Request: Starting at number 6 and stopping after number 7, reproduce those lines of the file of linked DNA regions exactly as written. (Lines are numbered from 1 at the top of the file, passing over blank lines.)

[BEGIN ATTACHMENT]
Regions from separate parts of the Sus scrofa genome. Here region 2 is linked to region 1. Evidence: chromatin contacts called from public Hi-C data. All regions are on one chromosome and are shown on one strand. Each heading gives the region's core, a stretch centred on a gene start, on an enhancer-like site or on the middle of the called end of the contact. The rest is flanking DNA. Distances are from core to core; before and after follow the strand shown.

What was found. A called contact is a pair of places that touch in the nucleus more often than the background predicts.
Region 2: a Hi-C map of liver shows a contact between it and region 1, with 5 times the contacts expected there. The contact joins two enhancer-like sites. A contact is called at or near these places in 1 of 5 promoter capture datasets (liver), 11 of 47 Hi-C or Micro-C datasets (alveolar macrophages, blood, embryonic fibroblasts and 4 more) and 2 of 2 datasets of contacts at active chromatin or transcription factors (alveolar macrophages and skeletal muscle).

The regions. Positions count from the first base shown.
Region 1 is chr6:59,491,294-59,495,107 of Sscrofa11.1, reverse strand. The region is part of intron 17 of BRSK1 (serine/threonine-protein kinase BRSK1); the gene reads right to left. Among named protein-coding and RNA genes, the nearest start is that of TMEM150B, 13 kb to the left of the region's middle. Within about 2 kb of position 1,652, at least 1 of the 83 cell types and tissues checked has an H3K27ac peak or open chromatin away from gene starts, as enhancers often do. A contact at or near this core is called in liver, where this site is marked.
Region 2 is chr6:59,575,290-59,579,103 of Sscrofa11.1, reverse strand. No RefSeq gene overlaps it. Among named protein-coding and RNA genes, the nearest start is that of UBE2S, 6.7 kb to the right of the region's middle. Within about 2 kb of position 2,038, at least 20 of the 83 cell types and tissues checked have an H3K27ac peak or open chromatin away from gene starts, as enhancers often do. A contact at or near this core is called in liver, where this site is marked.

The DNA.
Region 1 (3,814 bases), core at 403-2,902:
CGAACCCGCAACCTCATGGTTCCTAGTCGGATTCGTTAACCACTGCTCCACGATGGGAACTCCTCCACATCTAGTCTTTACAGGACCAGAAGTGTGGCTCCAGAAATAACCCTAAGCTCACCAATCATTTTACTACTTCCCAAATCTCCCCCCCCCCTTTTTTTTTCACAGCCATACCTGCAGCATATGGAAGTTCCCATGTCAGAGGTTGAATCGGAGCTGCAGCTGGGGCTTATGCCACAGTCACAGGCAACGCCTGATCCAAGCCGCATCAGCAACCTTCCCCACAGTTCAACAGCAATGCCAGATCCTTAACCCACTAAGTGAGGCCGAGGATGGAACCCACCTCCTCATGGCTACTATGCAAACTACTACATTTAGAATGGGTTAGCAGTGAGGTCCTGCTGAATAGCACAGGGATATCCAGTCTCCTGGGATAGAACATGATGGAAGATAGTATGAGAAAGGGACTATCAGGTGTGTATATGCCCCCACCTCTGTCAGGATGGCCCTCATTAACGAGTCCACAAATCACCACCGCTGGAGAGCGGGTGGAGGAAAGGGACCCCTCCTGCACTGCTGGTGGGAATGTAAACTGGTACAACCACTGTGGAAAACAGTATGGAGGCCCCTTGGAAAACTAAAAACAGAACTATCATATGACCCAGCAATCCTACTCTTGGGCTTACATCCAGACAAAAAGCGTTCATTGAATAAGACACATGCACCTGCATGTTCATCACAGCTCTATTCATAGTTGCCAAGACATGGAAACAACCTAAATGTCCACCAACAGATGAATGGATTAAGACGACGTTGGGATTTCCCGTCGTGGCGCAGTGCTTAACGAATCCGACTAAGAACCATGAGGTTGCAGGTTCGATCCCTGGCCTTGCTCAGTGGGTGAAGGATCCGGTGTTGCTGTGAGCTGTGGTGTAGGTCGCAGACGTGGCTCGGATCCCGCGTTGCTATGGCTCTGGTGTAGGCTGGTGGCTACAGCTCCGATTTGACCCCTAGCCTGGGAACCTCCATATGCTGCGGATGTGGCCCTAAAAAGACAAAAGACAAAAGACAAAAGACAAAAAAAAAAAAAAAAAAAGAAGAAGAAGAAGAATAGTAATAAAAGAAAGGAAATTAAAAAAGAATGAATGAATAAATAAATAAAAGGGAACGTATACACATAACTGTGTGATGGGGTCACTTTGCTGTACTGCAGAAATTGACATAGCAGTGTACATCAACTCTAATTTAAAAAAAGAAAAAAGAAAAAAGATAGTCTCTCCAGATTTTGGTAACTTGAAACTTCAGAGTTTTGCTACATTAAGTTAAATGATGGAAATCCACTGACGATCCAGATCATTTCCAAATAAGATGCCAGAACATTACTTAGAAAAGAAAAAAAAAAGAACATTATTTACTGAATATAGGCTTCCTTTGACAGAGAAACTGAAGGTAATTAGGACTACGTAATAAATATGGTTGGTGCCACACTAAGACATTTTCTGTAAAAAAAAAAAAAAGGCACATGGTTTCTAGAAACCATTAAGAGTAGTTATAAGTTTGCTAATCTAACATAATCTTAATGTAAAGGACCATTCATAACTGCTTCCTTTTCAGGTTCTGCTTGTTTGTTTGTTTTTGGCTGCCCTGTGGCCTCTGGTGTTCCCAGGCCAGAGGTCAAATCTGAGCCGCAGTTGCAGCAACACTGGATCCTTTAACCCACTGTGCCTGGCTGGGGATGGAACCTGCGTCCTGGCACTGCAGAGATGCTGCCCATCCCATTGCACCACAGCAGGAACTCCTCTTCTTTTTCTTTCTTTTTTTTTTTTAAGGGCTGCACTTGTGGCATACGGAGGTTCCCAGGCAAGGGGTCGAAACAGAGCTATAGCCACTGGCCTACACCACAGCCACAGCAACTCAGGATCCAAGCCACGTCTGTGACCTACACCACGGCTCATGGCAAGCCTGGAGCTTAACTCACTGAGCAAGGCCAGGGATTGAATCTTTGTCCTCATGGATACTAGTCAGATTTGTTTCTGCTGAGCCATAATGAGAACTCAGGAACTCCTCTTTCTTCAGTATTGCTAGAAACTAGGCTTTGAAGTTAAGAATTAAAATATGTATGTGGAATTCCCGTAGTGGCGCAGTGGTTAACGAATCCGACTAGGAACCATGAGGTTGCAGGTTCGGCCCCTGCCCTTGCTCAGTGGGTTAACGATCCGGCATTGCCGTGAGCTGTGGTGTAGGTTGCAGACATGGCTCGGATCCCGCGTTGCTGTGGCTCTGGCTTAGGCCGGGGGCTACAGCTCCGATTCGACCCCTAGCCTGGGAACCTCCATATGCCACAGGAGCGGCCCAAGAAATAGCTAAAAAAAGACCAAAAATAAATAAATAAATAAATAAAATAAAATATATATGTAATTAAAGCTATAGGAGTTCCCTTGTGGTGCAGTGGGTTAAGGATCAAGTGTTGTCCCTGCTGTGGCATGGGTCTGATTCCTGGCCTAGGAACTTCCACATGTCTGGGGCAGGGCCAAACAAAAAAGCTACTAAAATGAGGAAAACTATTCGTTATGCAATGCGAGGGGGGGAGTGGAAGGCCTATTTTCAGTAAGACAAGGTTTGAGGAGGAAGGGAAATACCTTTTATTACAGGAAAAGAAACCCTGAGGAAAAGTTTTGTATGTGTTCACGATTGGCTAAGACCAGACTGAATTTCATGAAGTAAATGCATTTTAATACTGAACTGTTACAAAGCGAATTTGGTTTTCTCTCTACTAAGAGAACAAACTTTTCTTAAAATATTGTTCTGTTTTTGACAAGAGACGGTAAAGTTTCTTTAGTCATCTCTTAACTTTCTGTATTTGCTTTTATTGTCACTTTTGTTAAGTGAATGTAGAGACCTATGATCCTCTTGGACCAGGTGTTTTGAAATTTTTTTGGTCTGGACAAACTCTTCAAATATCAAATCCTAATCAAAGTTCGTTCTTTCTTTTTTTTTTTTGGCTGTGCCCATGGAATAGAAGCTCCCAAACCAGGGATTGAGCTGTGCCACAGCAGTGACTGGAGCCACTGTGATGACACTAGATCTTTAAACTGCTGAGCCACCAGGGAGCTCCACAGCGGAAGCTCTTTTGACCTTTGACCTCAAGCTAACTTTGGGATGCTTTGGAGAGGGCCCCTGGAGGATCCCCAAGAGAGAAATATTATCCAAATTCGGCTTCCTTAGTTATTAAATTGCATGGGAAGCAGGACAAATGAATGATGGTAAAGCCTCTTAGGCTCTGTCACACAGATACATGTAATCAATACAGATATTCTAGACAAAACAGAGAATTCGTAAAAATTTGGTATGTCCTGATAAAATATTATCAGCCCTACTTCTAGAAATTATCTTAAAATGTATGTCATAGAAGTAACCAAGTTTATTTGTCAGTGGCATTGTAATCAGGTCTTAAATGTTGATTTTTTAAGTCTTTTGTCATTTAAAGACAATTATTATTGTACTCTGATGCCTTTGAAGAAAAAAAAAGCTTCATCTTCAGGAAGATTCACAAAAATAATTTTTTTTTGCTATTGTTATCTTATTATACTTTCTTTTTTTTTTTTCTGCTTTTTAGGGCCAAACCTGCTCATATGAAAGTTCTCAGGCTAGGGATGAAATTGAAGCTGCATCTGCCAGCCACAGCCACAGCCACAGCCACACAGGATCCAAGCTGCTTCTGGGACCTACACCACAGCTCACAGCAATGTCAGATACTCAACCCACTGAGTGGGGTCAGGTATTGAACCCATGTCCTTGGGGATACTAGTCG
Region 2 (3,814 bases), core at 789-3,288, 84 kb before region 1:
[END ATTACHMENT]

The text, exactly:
Region 2 is chr6:59,575,290-59,579,103 of Sscrofa11.1, reverse strand. No RefSeq gene overlaps it. Among named protein-coding and RNA genes, the nearest start is that of UBE2S, 6.7 kb to the right of the region's middle. Within about 2 kb of position 2,038, at least 20 of the 83 cell types and tissues checked have an H3K27ac peak or open chromatin away from gene starts, as enhancers often do. A contact at or near this core is called in liver, where this site is marked.

The DNA.